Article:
Letter: Our forests managed for special interests
To the Editor:
I read Drew Munro’s article about public land. It is quite interesting that we have much the same thoughts about “Public Lands,” and the increasing restrictions placed on use, access, and the “double taxation” in the form of fees.
First, I don’t use the National Parks much, so I will keep them out of this letter.
I frequently use the Arapaho National Forest, and the BLM lands mostly in Grand County, and I get to other places occasionally.
I am sick of the disaster that has become the U.S. Forest Service. They do not manage the “Public’s” property anymore for the best overall outcome. The Forest Service manages for exceedingly small groups of special interests, and I feel that they really wish that they could lock the general public out.
My brother and I actually overheard a Forest Service employee tell a Winter Park employee, “The goal is to keep the public in areas like the National Recreation Area around Lake Granby, that the USFS wants the public off the rest of the forest.”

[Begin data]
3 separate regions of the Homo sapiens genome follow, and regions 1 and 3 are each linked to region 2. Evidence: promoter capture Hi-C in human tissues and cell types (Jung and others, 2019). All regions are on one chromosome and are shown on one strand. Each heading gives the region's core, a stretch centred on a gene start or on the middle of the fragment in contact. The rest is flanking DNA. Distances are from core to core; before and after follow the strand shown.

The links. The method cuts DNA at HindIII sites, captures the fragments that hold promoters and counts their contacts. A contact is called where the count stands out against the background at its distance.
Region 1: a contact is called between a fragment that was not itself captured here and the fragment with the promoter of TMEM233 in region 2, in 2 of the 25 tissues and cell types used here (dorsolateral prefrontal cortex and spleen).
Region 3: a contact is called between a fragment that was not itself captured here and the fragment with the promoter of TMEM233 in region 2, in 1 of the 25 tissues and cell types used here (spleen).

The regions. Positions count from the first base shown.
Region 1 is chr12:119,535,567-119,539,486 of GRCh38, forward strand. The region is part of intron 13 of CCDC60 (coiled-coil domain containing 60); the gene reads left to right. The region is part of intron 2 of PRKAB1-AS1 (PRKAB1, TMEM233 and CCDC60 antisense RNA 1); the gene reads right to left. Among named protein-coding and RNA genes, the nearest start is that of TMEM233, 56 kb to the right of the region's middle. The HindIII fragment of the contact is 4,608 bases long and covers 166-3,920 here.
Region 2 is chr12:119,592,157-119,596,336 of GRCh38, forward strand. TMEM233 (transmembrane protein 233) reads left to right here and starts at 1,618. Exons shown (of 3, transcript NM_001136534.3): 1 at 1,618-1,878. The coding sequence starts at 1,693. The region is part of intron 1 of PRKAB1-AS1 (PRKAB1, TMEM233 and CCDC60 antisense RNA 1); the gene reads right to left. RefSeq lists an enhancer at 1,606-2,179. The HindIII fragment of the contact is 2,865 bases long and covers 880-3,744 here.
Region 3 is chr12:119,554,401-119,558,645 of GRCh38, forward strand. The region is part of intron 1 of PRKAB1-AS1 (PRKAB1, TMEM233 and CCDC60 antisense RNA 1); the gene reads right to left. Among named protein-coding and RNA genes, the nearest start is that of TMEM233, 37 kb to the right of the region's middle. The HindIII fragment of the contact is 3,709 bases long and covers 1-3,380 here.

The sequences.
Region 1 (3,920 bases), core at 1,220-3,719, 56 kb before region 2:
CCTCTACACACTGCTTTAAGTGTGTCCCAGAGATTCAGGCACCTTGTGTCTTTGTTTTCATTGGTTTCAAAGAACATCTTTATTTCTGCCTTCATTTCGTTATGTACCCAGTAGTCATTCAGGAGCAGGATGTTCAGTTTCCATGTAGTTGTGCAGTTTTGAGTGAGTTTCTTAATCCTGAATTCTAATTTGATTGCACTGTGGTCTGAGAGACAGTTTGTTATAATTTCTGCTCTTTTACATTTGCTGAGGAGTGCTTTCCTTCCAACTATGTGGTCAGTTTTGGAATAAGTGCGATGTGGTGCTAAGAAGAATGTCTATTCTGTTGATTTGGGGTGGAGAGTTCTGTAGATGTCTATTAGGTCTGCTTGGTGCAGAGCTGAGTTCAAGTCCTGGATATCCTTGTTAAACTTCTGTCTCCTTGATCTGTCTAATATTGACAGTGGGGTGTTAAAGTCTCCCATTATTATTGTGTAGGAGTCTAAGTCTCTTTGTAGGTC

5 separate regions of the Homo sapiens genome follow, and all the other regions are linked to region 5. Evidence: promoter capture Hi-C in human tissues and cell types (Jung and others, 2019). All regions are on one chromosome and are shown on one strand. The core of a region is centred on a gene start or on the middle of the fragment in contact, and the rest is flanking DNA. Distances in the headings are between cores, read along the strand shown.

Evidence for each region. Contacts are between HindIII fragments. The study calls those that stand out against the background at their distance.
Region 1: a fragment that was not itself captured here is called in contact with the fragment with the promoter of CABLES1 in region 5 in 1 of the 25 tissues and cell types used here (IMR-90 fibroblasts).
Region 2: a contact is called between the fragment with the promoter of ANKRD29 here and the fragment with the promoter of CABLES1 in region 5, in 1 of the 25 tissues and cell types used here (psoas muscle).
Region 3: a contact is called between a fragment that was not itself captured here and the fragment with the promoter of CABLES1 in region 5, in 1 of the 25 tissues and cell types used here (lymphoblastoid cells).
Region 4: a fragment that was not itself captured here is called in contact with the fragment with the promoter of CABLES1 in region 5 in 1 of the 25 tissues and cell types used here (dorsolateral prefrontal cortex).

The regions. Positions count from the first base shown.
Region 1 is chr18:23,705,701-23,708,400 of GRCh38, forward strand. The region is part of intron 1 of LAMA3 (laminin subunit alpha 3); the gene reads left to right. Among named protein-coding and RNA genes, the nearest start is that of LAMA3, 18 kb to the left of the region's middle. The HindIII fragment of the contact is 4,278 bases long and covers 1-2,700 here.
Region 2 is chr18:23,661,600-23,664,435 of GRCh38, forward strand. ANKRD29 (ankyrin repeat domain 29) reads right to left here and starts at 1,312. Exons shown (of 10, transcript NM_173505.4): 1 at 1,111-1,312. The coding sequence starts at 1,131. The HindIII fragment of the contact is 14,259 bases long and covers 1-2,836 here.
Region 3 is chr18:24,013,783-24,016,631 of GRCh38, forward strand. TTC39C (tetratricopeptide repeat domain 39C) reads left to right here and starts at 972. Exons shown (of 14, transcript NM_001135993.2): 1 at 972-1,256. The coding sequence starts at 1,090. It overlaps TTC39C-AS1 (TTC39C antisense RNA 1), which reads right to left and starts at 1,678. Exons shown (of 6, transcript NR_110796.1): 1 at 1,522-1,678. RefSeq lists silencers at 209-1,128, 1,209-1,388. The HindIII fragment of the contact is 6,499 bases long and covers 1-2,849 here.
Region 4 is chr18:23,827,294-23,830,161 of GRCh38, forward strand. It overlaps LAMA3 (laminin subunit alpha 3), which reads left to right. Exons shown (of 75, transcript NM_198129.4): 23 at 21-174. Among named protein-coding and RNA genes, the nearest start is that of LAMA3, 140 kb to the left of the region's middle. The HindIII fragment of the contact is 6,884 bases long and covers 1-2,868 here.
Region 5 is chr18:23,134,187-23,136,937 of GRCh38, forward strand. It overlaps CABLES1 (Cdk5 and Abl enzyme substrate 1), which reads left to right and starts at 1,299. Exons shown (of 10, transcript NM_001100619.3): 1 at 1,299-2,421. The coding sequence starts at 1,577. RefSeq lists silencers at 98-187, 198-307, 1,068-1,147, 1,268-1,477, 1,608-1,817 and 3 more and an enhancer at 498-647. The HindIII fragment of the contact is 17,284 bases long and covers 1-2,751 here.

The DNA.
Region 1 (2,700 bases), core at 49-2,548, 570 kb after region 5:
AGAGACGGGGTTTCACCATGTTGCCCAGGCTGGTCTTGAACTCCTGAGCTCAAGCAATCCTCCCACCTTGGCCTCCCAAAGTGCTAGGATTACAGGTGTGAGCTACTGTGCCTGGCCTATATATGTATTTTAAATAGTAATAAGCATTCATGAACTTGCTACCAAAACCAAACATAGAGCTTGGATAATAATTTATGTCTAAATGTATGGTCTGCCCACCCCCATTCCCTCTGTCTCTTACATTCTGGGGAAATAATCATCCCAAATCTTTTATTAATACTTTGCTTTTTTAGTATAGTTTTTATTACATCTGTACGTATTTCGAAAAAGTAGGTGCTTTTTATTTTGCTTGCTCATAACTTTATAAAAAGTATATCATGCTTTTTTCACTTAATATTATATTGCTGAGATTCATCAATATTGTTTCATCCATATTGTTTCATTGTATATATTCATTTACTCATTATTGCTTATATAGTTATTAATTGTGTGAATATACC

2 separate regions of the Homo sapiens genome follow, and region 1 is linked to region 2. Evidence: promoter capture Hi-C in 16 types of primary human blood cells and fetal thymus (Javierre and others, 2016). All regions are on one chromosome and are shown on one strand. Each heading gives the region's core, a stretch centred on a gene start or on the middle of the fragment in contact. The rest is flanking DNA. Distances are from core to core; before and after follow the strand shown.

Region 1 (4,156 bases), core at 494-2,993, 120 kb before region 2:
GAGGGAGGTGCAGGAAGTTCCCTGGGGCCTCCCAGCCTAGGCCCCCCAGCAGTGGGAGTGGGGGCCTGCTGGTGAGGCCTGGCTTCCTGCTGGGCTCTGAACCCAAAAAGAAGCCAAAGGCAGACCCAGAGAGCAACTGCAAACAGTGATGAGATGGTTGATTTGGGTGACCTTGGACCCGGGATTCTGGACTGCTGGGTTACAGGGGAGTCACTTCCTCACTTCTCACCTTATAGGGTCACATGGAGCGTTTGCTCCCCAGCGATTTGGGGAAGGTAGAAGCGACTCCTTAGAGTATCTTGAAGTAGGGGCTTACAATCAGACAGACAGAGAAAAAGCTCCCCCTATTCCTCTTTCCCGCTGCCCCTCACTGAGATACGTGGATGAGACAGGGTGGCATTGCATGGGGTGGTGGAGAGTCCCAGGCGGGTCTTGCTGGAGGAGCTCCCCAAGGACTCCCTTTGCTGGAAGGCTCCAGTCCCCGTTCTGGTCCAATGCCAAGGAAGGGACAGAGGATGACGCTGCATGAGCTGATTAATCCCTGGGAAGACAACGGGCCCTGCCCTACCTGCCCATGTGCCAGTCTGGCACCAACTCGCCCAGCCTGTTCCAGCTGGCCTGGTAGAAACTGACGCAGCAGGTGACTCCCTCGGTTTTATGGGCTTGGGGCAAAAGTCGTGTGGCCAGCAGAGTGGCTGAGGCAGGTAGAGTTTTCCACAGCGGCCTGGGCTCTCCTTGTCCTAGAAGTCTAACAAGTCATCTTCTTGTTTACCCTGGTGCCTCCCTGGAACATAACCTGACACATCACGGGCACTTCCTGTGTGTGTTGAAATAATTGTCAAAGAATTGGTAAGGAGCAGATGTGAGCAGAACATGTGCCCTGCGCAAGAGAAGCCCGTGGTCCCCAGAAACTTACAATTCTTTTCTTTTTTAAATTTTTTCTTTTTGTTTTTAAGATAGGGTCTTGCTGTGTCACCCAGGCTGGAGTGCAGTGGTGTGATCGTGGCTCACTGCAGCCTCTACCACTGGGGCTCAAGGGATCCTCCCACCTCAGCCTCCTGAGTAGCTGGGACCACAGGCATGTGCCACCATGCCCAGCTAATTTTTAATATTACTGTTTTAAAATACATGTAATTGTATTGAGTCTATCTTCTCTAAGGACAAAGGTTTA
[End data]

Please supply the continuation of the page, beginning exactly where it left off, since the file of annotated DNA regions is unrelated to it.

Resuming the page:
Now, I would be willing to pay a yearly fee to use the forests, on three conditions. One, that fee would be nation-wide, Two, that fee would guarantee that we do not lose anymore access for my activities. And three, IF the U.S. Forest Service would no longer get tax dollars, or other forms of government funding.
I have been pondering the thought of transferring federal public land back to the states, and I have mixed thoughts.
It would be much easier to hold local politicians accountable for the management of these lands, but I do not believe that states could afford them, at least at first, and the Feds would not give up the money. The main argument that I support in favor of the states managing the lands is that groups from New Jersey, or Ohio, or wherever, would have a much tougher time sticking their noses into Colorado’s business. The Colorado State Forest Service has done a much better job of beetle work than the disaster areas of the Forest Service.
Last but not least is the USFS campgrounds, which do have some of the rudest hosts I have ever encountered, especially the lady at St. Louis Creek Campground a couple of years ago. She literally screamed at me about a leash when I took my elderly dog down to the creek one afternoon and used the “path” next to the campground!
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The Board of Grand County Commissioners is planning a public comment session for a proposal to rename the Gore Range to the Nuchu Range.